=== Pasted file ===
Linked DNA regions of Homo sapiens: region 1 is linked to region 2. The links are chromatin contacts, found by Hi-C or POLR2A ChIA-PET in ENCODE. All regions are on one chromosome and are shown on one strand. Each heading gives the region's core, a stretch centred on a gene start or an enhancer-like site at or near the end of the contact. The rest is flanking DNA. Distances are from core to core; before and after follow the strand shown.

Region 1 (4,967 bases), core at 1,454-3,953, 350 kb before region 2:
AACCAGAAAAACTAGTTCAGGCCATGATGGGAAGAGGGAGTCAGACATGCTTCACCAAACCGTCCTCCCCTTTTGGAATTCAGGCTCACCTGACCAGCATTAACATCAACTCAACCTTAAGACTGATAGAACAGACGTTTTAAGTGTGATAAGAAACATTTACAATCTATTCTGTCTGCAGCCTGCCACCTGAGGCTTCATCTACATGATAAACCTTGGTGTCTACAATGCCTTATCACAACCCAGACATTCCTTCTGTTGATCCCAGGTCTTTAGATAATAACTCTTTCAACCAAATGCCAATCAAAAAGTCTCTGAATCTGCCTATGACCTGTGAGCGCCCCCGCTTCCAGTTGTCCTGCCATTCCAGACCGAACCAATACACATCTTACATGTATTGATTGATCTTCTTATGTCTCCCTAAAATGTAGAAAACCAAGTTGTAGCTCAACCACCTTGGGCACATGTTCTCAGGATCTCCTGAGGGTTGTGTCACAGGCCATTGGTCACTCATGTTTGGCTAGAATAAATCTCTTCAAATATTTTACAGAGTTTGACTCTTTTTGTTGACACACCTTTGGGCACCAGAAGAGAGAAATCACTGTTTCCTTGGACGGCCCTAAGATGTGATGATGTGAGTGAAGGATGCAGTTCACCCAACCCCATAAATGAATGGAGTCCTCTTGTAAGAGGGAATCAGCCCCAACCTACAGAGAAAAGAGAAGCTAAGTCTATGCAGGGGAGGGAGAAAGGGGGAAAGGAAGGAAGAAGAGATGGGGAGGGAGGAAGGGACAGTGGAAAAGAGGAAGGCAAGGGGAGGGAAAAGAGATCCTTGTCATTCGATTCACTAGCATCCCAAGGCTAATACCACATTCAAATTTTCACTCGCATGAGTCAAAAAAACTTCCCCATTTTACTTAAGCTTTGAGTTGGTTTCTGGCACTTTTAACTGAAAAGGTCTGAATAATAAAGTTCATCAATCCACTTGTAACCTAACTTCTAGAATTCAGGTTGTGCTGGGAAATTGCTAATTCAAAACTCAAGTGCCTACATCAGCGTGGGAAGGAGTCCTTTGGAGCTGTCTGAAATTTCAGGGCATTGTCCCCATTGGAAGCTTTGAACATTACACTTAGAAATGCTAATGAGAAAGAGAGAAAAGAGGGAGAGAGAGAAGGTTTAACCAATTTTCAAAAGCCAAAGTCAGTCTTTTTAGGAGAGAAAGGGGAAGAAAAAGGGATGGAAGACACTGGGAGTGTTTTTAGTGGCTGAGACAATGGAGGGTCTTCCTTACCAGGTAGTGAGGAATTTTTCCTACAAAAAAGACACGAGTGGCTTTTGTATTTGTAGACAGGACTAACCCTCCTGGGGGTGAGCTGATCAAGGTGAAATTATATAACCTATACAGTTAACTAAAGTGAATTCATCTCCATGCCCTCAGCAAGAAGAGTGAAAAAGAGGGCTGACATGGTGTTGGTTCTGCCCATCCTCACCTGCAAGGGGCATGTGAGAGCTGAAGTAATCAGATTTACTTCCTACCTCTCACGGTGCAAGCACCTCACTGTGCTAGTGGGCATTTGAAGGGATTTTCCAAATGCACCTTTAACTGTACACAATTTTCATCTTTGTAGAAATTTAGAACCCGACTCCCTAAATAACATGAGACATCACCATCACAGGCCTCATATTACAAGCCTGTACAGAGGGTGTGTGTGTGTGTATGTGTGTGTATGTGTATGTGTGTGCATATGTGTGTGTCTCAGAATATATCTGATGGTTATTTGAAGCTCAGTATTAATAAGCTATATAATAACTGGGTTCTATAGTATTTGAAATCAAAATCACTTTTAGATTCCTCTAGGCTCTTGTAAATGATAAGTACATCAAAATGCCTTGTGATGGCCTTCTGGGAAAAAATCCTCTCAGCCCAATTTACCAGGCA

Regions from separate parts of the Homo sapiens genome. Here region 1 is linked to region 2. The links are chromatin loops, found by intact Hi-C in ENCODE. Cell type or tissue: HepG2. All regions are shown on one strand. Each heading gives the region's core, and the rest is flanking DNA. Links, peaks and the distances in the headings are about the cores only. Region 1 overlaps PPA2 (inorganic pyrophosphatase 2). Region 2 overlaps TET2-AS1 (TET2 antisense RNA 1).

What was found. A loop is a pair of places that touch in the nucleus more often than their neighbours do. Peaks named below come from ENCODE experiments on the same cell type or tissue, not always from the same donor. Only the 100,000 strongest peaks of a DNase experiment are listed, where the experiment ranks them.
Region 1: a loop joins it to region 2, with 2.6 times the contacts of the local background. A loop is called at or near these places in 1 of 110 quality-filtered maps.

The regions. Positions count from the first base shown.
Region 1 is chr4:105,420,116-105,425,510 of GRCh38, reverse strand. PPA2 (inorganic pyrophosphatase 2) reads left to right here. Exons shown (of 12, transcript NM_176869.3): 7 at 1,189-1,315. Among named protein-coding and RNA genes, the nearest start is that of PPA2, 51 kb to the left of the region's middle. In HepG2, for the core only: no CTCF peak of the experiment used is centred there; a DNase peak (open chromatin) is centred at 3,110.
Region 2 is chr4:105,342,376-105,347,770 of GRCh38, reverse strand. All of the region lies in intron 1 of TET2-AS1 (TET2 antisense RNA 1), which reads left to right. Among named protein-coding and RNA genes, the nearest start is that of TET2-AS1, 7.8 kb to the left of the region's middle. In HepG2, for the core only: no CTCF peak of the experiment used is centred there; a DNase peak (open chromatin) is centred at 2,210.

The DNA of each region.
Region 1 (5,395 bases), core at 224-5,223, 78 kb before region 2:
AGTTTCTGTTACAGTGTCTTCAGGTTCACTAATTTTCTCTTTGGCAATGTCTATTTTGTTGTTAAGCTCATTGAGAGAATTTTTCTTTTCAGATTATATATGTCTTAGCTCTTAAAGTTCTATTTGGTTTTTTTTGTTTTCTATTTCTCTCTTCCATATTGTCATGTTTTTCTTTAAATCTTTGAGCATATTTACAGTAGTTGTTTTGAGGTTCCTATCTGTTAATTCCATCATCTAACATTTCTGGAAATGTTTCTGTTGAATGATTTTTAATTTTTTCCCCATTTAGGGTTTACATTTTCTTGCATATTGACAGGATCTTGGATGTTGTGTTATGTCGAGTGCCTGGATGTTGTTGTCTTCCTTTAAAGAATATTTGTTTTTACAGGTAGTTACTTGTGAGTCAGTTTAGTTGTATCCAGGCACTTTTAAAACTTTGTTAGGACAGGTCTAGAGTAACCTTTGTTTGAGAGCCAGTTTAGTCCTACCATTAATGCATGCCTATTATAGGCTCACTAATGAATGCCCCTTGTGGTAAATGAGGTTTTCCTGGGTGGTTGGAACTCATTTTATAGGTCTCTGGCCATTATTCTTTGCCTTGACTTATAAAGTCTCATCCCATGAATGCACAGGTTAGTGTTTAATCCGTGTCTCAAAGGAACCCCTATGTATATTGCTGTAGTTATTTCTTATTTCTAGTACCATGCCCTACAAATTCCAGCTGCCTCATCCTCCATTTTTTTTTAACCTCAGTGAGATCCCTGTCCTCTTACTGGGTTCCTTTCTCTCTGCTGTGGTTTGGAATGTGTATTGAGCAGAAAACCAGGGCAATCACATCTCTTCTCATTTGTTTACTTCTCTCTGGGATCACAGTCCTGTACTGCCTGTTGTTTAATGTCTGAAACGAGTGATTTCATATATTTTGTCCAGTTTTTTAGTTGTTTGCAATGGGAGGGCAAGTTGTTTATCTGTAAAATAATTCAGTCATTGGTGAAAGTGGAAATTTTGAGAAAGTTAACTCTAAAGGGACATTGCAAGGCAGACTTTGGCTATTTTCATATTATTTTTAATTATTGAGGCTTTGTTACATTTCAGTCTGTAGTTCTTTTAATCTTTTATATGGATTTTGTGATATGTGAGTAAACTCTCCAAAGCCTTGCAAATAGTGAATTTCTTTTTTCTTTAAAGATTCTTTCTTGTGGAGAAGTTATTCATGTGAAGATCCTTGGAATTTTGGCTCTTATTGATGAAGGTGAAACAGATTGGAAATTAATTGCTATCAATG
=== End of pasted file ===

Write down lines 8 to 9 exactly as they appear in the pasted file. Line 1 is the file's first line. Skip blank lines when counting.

Region 1 is chr4:105,420,116-105,425,510 of GRCh38, reverse strand. PPA2 (inorganic pyrophosphatase 2) reads left to right here. Exons shown (of 12, transcript NM_176869.3): 7 at 1,189-1,315. Among named protein-coding and RNA genes, the nearest start is that of PPA2, 51 kb to the left of the region's middle. In HepG2, for the core only: no CTCF peak of the experiment used is centred there; a DNase peak (open chromatin) is centred at 3,110.
Region 2 is chr4:105,342,376-105,347,770 of GRCh38, reverse strand. All of the region lies in intron 1 of TET2-AS1 (TET2 antisense RNA 1), which reads left to right. Among named protein-coding and RNA genes, the nearest start is that of TET2-AS1, 7.8 kb to the left of the region's middle. In HepG2, for the core only: no CTCF peak of the experiment used is centred there; a DNase peak (open chromatin) is centred at 2,210.